Real-time protection, on-access scanning, background guard, resident shield, autoprotect, and other synonyms refer to the automatic protection provided by most antivirus, antispyware, and other antimalware programs, which is arguably their most important feature. This monitors computer systems for suspicious activity such as computer viruses , spyware, adware, and other malicious objects in 'real-time', in other words while data is coming into the computer (for example when inserting a CD, opening an email, or surfing the web) or when a file already on the computer is opened or executed, in other words loaded into the computer's active memory.[1] This means all data in files already on the computer is analysed each time that the user attempts to access the files. This can prevent infection by not yet activated malware that entered the computer unrecognised before the antivirus received an update. Real-time protection and its synonyms are used in contrast to the expression "on-demand scan" or similar expressions that mean a user-activated scan of part or all of a computer.

John

Thanks,

It appears that as CAV will detect infection within a restore point, and that restore point will therefore become corrupted, the best approach boils down to allowing CAV its head and if it disinfects anything, be it anywhere on the PC, say, on 20 July, 2008, to delete the restore point or points created before that date, and then create a fresh restore point after that date, which will not be corrupted. Is this a fair resume of the approach to take?

You should NOT restore your OS to an infected state. It’s always recommended to completely wipe all restore points (i.e., completely disable and re-enable System Restore) when your box gets infected. Whether the infection itself gets deleted from \System Restore Information depends on whether a particular AV products runs under SYSTEM account (having the required privs to that directory), if it does, the restore point shall become unusable and that’s correct anyway, it shouldn’t be trusted.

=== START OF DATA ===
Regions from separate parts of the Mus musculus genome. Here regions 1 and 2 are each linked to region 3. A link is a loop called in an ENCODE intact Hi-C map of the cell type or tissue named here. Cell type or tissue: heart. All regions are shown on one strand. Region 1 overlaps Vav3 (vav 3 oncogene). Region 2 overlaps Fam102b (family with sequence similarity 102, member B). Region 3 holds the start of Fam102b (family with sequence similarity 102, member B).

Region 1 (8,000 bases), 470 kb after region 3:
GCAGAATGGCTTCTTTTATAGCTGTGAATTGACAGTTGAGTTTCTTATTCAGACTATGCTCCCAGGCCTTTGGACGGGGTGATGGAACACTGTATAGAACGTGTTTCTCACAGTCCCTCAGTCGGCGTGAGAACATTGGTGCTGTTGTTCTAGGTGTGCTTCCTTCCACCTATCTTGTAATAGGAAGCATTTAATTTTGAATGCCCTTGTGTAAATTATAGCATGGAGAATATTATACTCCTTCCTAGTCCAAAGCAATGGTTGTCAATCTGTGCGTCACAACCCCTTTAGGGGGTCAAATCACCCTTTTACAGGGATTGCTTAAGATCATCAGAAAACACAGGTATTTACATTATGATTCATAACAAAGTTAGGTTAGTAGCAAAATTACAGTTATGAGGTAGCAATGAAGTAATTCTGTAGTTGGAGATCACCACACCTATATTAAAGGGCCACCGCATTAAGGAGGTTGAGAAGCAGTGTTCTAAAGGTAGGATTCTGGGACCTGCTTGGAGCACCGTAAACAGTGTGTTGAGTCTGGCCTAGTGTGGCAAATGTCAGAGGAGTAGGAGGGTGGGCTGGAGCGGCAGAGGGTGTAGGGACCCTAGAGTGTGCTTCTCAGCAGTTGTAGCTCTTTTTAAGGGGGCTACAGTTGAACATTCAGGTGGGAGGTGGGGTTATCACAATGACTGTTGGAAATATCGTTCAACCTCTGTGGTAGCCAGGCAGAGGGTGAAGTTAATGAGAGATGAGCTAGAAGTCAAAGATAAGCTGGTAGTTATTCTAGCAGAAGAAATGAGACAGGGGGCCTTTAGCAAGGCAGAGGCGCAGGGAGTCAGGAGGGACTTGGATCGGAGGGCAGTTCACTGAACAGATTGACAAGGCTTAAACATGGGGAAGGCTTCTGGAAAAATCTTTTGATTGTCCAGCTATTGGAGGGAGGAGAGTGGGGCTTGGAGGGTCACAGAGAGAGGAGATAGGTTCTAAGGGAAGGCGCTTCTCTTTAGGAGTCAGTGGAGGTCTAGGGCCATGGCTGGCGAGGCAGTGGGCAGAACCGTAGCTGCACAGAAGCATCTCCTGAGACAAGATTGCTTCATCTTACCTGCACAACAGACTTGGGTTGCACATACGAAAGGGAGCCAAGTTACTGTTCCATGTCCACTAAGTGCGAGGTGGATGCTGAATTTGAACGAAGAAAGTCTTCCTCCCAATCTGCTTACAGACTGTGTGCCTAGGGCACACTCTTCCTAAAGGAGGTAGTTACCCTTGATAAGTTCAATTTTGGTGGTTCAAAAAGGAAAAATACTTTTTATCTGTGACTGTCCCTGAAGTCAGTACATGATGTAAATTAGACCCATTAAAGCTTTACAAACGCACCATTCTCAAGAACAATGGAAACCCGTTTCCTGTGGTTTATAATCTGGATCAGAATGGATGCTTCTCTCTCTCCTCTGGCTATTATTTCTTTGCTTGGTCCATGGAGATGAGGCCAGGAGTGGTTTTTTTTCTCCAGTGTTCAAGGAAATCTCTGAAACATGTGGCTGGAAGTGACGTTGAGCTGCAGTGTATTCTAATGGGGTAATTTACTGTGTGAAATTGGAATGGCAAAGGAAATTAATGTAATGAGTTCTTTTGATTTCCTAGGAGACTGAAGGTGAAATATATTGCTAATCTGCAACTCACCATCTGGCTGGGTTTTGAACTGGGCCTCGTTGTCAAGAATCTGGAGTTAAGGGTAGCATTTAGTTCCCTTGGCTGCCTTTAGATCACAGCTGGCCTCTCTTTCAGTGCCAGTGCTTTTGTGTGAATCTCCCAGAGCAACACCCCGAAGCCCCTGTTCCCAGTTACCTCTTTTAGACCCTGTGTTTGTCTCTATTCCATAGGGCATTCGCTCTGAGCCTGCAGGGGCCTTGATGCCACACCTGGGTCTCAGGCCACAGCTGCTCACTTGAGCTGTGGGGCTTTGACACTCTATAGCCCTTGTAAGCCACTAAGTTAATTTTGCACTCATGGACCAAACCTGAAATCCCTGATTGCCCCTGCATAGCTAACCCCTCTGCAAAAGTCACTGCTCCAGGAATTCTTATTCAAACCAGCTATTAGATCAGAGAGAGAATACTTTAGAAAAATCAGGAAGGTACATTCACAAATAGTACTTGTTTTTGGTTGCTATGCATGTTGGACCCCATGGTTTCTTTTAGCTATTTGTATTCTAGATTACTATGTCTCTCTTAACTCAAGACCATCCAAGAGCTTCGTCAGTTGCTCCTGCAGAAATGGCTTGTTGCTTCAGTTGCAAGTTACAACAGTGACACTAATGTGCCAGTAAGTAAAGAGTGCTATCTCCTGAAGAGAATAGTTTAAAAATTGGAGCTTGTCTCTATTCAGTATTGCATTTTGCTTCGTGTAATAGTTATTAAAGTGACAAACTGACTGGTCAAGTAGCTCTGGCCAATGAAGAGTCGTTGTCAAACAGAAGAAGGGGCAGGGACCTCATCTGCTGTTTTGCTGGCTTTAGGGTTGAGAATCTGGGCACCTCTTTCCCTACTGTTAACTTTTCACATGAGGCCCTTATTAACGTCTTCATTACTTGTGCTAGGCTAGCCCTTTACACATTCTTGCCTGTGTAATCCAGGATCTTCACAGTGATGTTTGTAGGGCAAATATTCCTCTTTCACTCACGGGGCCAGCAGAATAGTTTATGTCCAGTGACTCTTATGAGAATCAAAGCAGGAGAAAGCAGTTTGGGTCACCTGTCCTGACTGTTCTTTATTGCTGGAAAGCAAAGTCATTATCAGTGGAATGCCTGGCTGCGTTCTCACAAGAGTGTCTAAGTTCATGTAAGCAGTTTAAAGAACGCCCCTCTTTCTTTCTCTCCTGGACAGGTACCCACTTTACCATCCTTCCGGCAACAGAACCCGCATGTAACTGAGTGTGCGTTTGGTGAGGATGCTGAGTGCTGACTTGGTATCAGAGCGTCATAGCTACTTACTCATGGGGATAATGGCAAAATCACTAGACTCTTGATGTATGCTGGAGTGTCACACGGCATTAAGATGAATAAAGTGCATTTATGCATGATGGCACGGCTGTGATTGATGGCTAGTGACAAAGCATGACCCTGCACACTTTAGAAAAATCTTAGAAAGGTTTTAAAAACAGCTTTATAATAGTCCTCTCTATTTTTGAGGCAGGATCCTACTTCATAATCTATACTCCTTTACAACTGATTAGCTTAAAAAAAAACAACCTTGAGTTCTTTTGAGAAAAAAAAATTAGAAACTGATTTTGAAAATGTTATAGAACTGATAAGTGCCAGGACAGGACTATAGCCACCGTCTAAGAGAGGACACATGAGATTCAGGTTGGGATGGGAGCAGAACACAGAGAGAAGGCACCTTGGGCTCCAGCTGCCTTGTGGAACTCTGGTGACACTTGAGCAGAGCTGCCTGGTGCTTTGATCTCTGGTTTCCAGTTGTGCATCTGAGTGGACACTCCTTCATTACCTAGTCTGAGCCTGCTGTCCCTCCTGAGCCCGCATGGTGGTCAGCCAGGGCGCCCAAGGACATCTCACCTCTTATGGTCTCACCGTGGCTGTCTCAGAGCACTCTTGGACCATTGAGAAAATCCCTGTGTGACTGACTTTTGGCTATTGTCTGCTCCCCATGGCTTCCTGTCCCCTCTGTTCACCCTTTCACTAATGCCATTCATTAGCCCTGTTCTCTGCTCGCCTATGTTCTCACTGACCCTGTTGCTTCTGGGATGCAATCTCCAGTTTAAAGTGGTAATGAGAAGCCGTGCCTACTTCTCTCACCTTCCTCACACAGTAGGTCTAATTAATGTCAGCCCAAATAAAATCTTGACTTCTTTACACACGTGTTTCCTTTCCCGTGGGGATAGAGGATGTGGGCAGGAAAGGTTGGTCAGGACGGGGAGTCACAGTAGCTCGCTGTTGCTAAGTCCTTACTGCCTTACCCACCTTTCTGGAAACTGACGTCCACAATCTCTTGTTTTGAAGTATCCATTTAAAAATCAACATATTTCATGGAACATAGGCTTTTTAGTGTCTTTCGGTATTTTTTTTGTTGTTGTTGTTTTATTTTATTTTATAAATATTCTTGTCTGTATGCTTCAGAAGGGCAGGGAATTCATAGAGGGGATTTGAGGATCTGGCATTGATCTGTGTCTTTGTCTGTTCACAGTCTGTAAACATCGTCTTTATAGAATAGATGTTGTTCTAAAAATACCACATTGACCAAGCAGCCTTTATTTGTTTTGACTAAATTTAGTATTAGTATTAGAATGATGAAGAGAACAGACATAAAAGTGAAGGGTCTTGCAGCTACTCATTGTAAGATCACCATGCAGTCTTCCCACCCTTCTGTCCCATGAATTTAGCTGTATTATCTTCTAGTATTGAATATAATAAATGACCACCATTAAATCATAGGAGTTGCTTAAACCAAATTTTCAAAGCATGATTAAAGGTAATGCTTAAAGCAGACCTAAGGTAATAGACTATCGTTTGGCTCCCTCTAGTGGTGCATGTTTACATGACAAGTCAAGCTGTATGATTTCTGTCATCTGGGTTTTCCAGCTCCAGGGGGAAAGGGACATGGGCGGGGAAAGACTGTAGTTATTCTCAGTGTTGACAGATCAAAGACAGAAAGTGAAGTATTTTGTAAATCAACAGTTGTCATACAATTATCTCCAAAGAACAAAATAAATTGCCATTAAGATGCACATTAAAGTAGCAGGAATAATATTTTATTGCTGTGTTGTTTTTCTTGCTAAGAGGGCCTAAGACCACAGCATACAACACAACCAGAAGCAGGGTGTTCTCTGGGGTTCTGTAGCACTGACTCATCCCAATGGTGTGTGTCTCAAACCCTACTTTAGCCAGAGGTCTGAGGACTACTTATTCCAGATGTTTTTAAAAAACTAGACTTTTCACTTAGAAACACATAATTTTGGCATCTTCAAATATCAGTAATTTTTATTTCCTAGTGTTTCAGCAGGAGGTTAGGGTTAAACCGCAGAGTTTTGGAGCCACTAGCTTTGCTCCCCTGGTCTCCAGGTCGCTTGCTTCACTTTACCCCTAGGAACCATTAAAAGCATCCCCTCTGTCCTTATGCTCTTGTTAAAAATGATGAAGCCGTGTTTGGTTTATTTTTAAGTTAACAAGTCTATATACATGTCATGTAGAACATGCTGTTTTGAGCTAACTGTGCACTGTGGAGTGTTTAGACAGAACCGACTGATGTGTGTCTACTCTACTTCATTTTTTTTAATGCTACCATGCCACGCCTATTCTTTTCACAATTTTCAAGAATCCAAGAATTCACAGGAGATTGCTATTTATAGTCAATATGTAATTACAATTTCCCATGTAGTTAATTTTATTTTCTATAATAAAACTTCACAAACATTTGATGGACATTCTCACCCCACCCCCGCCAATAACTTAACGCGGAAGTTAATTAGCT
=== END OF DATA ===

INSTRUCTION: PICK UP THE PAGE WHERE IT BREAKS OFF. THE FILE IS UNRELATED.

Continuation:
Sounds like it. Anyway, CAV 3 will be even better.

I recommend turning off then on system restore:


Steps to turn off System Restore

  1. Click Start, right-click My Computer, and then click Properties.
  2. In the System Properties dialog box, click the System Restore tab.
  3. Click to select the Turn off System Restore check box. Or, click to select the Turn off System Restore on all drives check box.
  4. Click OK.
  5. When you receive the following message, click Yes to confirm that you want to turn off System Restore:
    You have chosen to turn off System Restore. If you continue, all existing restore points will be deleted, and you will not be able to track or undo changes to your computer.

Reboot your computer Then turn it on:


Steps to turn on System Restore

  1. Click Start, right-click My Computer, and then click Properties.
  2. In the System Properties dialog box, click the System Restore tab.
  3. Click to clear the Turn off System Restore check box. Or, click the Turn off System Restore on all drives check box.
  4. Click OK.

After a few moments, the System Properties dialog box closes.

This will wipe out all restore points, getting rid of viruses in system restore.

Then after I suggest running a virus & spyware scan.

Josh

So you agree with me. Right?

Well, not really sure… :slight_smile: Yeah, it will “corrupt” infected restore points. But no, as I said - you shouldn’t rely on those infected ones, so adding those directories to CAV exclusions is not something I’d recommend. Most AV vendors recommend completely purging System Restore in case of infection, see above for howto. :wink:

I thought you were replying to my reply no 6.

Ah, OK. Yeah then. :wink: